Experience the pleasing crunch of an air fried dumpling with Trader Joe’s Vegetable Gyoza. Avoid deep frying and grease splatters all over your countertop with the breezy air fryer method. Bonus how to for steamed dumplings in the air fryer too!
The freezer section of Trader Joe’s is a gold mine of tasty meals. Unlike Whole foods that has a thousand vegetarian dumplings to choose from, Trader Joe’s just has one.
Other things that work well in the air fryer are tater tots and frozen sweet potato fries, french fries.
You could deep fry these dumplings but a healthier option is to use the air fryer. Other sides that work well in the air fryer are tater tots, french fries, and Trader Joe’s sweet potato fries.
- Why You’ll Like this Recipe
- Traditional vs. Air Fryer method
- What are Thai Vegetable Gyoza?
- Ingredients (no animal products)
- What didn’t work
- How to air fry TJ’s Gyoza
- Variation – Steamed Gyoza in the air fryer
- Top tip
- Related Air Fryer Recipes
- Menu Pairing
- Trader Joes’ Vegetable Gyoza – Air Fryer
- Food safety
- Fortune Cookie 🥠
Why You’ll Like this Recipe
- You don’t want to actually deep fry these dumplings to experience that crispy outer texture.
- You don’t want to clean up grease splatters from pan frying these dumplings on the stovetop.
- You love your air fryer and want to use it in as many ways as possible everyday.
- You need a quick after school snack where you can easily instruct someone else to actually cook it instead of you all of the time, every single day.
- You would like to eat dumplings at home but don’t actually want to take the time to make them from scratch.
- You are serving an Asian themed menu and need an easy appetizer to complete the menu.
Traditional vs. Air Fryer method
There are 3 traditional ways to cook dumplings.
- Steam or boil in water. This leads to soft skins, no cirspiness, but maybe the healthiest because there is no added oil.
- Pan fry, add water to steam, leads to a cripsy bottom edged with steamed top. Dumplings cooked in this method are also known as potstickers.
- Deep fry in hot oil, leading to crispiness all the way around.
The air fryer doesn’t really cook them in any of the above ways.
Instead it air frys them, and the texture is uniquely air fried. The result is a crispy, but heavy dumpling wrapper. The traditional deep fry method results in a lighter, crispier outer edge where the dumpling wrapper puffs up as it cooks. There is no puffing in the air fryer.
What are Thai Vegetable Gyoza?
Their official name is Thai Vegetable Gyoza which is slightly curious because gyoza is the Japanese word for dumplings, and dumplings in Thailand are an influence from Chinese cuisine rather than an indigenous culinary creation.
Nevertheless, I believe Trader Joe’s calls them Thai because they are ‘handmade in Thailand.’
My only guess as to why they call them gyoza is that they use gyoza wrappers instead of wonton wrappers; gyoza wrappers being slightly thicker. Wonton wrappers are thinner and used in Chinese preparations.
The vegetables are not specifically Thai but rather regular vegetable ingredients you could find in any cuisine.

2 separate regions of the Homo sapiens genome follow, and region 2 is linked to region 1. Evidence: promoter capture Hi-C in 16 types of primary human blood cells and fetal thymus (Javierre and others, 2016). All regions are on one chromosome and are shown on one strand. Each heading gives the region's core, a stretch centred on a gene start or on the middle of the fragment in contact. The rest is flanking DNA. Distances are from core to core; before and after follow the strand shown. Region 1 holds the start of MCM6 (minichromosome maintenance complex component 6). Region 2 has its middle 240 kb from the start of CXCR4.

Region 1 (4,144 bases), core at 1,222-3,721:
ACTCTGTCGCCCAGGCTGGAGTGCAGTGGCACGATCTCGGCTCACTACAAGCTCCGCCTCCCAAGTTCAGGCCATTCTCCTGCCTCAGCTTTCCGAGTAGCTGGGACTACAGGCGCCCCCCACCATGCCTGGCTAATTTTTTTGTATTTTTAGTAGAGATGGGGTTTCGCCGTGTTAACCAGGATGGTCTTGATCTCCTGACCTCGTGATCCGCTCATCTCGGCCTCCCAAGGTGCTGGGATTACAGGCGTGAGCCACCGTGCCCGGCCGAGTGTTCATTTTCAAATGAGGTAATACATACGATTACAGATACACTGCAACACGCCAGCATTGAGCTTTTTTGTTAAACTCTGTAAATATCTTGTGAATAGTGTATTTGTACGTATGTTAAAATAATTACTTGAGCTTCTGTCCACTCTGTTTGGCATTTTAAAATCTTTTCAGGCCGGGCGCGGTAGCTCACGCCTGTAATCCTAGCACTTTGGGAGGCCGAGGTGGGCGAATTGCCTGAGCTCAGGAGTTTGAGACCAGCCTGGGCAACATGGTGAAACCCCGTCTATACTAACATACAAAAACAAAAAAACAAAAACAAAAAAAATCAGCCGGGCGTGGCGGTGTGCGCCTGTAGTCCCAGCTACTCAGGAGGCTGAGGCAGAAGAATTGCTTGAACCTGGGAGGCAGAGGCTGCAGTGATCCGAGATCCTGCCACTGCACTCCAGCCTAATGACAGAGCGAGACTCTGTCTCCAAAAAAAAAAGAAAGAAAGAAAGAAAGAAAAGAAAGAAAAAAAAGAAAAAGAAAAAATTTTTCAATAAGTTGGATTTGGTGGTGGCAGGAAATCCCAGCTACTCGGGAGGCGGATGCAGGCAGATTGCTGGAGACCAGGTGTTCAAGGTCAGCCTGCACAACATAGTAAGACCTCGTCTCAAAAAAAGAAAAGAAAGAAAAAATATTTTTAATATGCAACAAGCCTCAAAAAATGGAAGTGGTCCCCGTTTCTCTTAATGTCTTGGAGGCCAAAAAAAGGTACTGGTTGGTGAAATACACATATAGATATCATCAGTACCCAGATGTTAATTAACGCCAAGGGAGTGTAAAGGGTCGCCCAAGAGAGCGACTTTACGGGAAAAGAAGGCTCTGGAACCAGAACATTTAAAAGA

Ingredients (no animal products)
There’s not too many scary ingredients in these frozen dumplings.
- White cabbage
- White Radish (this would be daikon)
- Green onion
- Soy Sauce
- Wheat flour
- Wheat starch
- Corn flour (also known as corn starch)
- Soybean oil
- Sesame oil
- Vegetable Powder (onion, cabbage, carrot, spring onion, maltodextrin, salt)
- Unbleached wheat flour
- Tapioca starch
- Palm Oil
What didn’t work
After testing 4 bags of these gyozas in the air fryer, here is what you don’t need to try at home.
- Avoid using a parchment paper liner. These work fantastically for reheating food that doesn’t need to be crispy and easing cleanup. But for food, like these gyoza, where you want maximum air flow around as much surface area of the food as possible, avoid using the liner. Luckily, these gyoza don’t make a mess in the air fryer basket.
- Do not add oil. You don’t need to add oil or spritz these little guys with oil to make them golden brown and crispy. They’re already coated with the thinnest layer of oil. I found that adding oil just made them greasy.
- You don’t need to prick with a fork. The one problem the air fryer poses is overheating the filling such that it overheats and explodes. It’s not cute but still edible. Pricking with a fork beforehand to allow steam to escape didn’t help keep them from exploding.
- You don’t have to preheat. I tried preheating and not preheating by just sticking the the gyoza into the air fryer and turning it on. There was no noticeable difference in crispiness whether the air fryer was preheated or not.
- You don’t need to flip. Flipping the gyoza. I found this didn’t make much difference to creating a crispier dumpling.
- Don’t go higher than 350 degrees F. At 375 degrees F, the gyoza burned or exploded. The air fryer should be hot but not too hot. 350 degrees F appeared to work best.
- Don’t try cooking the whole bag of dumplings. They end up touching each other, minimizing air fly around each one, and the result is crispy spots and soggy spots.
How to air fry TJ’s Gyoza
Time needed: 20 minutes
- Spread out gyoza.
Make sure the gyoza are not touching each other. You want to maximize as much air flow as possible around each one. I put in 9 dumplings in the Instant Pot Vortex XL air fryer.
- Air fry for 12-14 minutes at 350 degrees F.
I found the sweet spot to be 13 minutes for 9 gyoza.